Online chatbots such as ChatGPT will be regulated under new internet legislation, the Government has confirmed.
Lord Parkinson, a junior minister in the department for culture, media and sport, said artificial intelligence bots would be covered by the Online Safety Bill, which is currently going through parliament.
Both search results generated by chatbots and content posted on social media by them will be covered by the new laws, which are designed to prevent tech companies showing harmful content, particularly to children.
Including bots in the laws’ scope will mean that technology companies could be punished when the systems promote self-harm or eating disorder content to children.
ChatGPT, built by the Silicon Valley company OpenAI, has exploded in use since its release in November. Microsoft has started to integrate OpenAI’s technology into its search engine Bing, while Google has promised a competitor bot named Bard.
However, concerns about their output have grown. Many early testers of Microsoft’s Bing chatbot found that it would produce bizarre answers, including threatening language and incorrect results. ChatGPT has been accused of having a Left-wing bias after refusing to create text praising certain US Republicans, but readily doing so for Democrats.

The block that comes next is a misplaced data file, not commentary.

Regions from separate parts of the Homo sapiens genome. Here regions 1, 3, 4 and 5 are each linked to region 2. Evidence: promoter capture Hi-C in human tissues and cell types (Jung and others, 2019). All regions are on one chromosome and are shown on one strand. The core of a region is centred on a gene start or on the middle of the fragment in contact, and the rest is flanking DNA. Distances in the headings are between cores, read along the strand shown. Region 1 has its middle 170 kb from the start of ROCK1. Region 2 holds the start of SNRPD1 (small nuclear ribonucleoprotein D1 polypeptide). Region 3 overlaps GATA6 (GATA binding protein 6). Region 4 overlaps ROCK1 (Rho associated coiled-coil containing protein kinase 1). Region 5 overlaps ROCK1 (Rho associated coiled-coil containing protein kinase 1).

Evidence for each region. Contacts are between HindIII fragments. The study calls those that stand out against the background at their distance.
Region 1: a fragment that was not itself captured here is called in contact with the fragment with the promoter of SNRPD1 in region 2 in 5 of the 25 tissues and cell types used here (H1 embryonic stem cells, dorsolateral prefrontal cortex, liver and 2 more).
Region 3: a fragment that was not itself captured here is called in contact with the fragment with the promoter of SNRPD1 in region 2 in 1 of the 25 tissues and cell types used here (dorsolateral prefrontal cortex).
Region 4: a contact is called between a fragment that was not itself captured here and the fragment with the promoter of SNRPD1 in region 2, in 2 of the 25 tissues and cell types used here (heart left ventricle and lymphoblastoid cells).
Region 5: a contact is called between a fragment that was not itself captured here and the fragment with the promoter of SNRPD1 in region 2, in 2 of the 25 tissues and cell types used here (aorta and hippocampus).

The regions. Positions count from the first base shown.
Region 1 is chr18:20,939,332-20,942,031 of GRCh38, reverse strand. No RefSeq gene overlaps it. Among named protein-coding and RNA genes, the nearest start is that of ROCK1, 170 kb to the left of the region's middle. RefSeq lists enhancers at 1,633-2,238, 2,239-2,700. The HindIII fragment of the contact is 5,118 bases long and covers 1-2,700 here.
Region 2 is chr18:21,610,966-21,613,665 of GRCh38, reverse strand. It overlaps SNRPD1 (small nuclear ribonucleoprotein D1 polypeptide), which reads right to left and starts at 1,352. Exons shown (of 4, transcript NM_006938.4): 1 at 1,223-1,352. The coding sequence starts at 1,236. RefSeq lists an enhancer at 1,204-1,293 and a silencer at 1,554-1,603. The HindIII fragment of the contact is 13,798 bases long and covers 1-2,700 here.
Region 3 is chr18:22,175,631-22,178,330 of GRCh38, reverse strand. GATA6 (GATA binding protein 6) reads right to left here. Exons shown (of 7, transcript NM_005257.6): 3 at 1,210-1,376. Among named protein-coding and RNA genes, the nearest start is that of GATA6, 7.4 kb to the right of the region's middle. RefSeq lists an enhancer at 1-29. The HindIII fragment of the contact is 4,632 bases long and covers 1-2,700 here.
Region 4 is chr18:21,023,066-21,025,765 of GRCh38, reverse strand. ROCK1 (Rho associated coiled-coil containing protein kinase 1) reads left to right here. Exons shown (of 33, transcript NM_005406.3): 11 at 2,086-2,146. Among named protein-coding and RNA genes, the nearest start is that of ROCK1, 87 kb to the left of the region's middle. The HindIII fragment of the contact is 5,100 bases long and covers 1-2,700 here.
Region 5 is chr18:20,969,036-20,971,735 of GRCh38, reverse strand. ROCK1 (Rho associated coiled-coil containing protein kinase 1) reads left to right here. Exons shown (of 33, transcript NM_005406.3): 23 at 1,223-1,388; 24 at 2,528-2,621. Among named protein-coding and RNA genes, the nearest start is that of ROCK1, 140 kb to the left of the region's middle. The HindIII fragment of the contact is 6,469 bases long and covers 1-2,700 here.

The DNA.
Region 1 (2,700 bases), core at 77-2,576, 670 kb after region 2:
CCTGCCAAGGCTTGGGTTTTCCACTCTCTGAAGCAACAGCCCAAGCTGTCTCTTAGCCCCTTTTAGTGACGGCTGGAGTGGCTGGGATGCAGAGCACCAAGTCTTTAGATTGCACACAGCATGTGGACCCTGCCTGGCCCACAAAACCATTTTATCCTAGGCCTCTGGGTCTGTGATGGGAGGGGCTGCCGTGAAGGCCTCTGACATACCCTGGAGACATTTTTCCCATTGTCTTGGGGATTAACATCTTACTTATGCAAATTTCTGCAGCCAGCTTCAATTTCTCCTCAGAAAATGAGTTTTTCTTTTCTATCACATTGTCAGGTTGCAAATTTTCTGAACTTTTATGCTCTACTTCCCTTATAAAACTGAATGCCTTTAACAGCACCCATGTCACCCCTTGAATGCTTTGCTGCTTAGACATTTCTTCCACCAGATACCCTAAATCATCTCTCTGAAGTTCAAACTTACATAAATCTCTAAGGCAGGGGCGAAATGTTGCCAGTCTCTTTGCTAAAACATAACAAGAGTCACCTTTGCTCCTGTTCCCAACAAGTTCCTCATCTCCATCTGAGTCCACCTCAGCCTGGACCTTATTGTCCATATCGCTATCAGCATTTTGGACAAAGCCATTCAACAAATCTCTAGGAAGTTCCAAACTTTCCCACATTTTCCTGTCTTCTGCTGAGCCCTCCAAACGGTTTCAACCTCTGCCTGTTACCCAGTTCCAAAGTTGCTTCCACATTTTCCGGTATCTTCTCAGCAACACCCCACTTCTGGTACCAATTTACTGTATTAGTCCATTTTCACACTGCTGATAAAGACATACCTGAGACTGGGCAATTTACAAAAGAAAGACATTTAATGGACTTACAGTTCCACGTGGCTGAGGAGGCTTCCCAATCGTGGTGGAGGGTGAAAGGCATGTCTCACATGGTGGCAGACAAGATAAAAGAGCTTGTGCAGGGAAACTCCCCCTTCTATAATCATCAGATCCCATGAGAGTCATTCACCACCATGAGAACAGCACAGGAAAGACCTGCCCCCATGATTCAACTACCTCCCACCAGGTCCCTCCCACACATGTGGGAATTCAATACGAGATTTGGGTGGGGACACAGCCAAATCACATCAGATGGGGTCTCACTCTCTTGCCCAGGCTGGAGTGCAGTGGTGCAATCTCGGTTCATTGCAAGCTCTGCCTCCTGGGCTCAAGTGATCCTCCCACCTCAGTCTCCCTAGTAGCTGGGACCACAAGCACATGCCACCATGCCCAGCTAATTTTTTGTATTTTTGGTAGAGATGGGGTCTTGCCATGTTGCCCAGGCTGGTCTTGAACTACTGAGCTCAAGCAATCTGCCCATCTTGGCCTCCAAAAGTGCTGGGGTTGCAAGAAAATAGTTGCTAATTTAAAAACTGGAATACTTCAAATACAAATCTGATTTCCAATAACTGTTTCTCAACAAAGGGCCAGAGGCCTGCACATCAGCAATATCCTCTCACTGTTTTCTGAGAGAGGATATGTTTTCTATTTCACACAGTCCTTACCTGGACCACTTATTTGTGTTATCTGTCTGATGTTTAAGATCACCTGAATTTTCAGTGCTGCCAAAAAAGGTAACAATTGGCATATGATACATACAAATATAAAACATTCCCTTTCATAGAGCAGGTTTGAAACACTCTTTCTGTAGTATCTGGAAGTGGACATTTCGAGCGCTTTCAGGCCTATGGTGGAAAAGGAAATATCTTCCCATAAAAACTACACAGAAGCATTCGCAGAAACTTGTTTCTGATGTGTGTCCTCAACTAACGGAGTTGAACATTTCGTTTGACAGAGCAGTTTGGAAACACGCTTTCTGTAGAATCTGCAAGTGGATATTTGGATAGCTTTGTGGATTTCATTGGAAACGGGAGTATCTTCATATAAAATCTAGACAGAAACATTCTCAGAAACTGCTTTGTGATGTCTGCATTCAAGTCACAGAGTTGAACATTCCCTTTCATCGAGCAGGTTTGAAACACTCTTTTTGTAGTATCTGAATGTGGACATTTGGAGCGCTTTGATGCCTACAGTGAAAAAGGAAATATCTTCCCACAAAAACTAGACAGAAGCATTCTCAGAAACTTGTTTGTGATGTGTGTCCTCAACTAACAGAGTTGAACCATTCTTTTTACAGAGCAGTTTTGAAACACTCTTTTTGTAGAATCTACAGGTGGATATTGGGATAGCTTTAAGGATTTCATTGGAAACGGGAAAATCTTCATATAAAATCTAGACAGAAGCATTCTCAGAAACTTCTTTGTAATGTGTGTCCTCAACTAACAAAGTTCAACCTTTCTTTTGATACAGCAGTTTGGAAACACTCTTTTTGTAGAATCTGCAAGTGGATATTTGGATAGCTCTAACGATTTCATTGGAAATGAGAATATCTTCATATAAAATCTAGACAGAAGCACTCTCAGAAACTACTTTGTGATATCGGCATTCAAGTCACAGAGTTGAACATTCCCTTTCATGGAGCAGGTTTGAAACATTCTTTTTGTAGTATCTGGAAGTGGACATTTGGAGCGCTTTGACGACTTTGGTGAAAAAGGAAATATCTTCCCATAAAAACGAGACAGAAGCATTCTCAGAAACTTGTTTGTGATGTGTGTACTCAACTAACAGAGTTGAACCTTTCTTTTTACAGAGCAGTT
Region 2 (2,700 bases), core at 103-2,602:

In answer to a parliamentary question from Labour peer Lord Stevenson of Balmacara, Lord Parkinson said: “The Online Safety Bill has been designed to be technology-neutral to future-proof it and to ensure that the legislation keeps pace with emerging technologies.
“Content generated by artificial intelligence ‘bots’ is in scope of the Bill, where it interacts with user-generated content, such as on Twitter. Search services using AI-powered features will also be in scope of the search duties outlined in the Bill.”
ChatGPT and other so-called large language models are able to generate uncannily human-sounding answers, as well as authoring essays and poems on dozens of subjects.
Their rise has led several schools and universities to ban students from using it as a writing aid. Analysts have estimated that ChatGPT already has more than 100m users, and the use of the technology is likely to expand further as Google and Microsoft integrate it into their search engines.
The Online Safety Bill requires websites such as social networks and search engines to protect users from harmful content. They will have to prevent children from finding “legal but harmful” material such as that related to abuse, harassment or self-harm, and give adults controls to screen it out.
Companies face heavy fines or, in extreme cases, executives could be jailed if Ofcom, which will enforce the laws, finds them to have repeatedly breached them.
Last week, Microsoft introduced new limits on its Bing chatbot after finding that long conversations could lead the service to produce emotional or aggressive-seeming responses.